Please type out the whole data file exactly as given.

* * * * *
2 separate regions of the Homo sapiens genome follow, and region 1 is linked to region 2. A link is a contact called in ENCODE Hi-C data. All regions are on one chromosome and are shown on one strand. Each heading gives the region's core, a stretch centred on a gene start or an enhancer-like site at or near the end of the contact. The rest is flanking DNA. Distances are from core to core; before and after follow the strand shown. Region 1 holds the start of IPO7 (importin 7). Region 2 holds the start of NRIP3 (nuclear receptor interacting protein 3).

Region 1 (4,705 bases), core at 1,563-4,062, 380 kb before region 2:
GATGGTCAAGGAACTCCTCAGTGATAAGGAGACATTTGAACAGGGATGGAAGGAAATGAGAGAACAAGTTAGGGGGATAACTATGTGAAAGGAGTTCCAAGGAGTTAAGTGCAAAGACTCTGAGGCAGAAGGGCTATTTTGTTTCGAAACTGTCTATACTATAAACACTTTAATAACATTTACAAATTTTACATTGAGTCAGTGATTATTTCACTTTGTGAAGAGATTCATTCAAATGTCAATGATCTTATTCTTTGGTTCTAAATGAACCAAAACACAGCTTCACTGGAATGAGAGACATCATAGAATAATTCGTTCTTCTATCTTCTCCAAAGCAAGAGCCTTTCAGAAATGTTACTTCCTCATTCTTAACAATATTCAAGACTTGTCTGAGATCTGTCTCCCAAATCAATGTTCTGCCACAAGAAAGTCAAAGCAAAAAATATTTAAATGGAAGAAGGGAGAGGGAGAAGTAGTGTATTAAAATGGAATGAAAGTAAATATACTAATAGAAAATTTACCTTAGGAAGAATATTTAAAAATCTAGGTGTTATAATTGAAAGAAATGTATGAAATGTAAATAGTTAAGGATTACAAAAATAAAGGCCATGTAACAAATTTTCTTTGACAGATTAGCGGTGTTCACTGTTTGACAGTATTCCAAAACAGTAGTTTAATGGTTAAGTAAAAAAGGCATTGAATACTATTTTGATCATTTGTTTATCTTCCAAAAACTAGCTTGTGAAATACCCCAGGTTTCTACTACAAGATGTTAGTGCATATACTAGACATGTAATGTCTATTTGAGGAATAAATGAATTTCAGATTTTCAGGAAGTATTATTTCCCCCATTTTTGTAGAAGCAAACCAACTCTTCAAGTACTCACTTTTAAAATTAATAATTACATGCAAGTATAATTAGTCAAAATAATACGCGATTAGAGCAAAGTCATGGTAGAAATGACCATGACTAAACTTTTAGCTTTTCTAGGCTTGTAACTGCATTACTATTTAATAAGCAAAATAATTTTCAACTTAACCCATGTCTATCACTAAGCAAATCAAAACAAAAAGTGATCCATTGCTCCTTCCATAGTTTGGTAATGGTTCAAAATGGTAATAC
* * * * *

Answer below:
2 separate regions of the Homo sapiens genome follow, and region 1 is linked to region 2. A link is a contact called in ENCODE Hi-C data. All regions are on one chromosome and are shown on one strand. Each heading gives the region's core, a stretch centred on a gene start or an enhancer-like site at or near the end of the contact. The rest is flanking DNA. Distances are from core to core; before and after follow the strand shown. Region 1 holds the start of IPO7 (importin 7). Region 2 holds the start of NRIP3 (nuclear receptor interacting protein 3).

Region 1 (4,705 bases), core at 1,563-4,062, 380 kb before region 2:
GATGGTCAAGGAACTCCTCAGTGATAAGGAGACATTTGAACAGGGATGGAAGGAAATGAGAGAACAAGTTAGGGGGATAACTATGTGAAAGGAGTTCCAAGGAGTTAAGTGCAAAGACTCTGAGGCAGAAGGGCTATTTTGTTTCGAAACTGTCTATACTATAAACACTTTAATAACATTTACAAATTTTACATTGAGTCAGTGATTATTTCACTTTGTGAAGAGATTCATTCAAATGTCAATGATCTTATTCTTTGGTTCTAAATGAACCAAAACACAGCTTCACTGGAATGAGAGACATCATAGAATAATTCGTTCTTCTATCTTCTCCAAAGCAAGAGCCTTTCAGAAATGTTACTTCCTCATTCTTAACAATATTCAAGACTTGTCTGAGATCTGTCTCCCAAATCAATGTTCTGCCACAAGAAAGTCAAAGCAAAAAATATTTAAATGGAAGAAGGGAGAGGGAGAAGTAGTGTATTAAAATGGAATGAAAGTAAATATACTAATAGAAAATTTACCTTAGGAAGAATATTTAAAAATCTAGGTGTTATAATTGAAAGAAATGTATGAAATGTAAATAGTTAAGGATTACAAAAATAAAGGCCATGTAACAAATTTTCTTTGACAGATTAGCGGTGTTCACTGTTTGACAGTATTCCAAAACAGTAGTTTAATGGTTAAGTAAAAAAGGCATTGAATACTATTTTGATCATTTGTTTATCTTCCAAAAACTAGCTTGTGAAATACCCCAGGTTTCTACTACAAGATGTTAGTGCATATACTAGACATGTAATGTCTATTTGAGGAATAAATGAATTTCAGATTTTCAGGAAGTATTATTTCCCCCATTTTTGTAGAAGCAAACCAACTCTTCAAGTACTCACTTTTAAAATTAATAATTACATGCAAGTATAATTAGTCAAAATAATACGCGATTAGAGCAAAGTCATGGTAGAAATGACCATGACTAAACTTTTAGCTTTTCTAGGCTTGTAACTGCATTACTATTTAATAAGCAAAATAATTTTCAACTTAACCCATGTCTATCACTAAGCAAATCAAAACAAAAAGTGATCCATTGCTCCTTCCATAGTTTGGTAATGGTTCAAAATGGTAATAC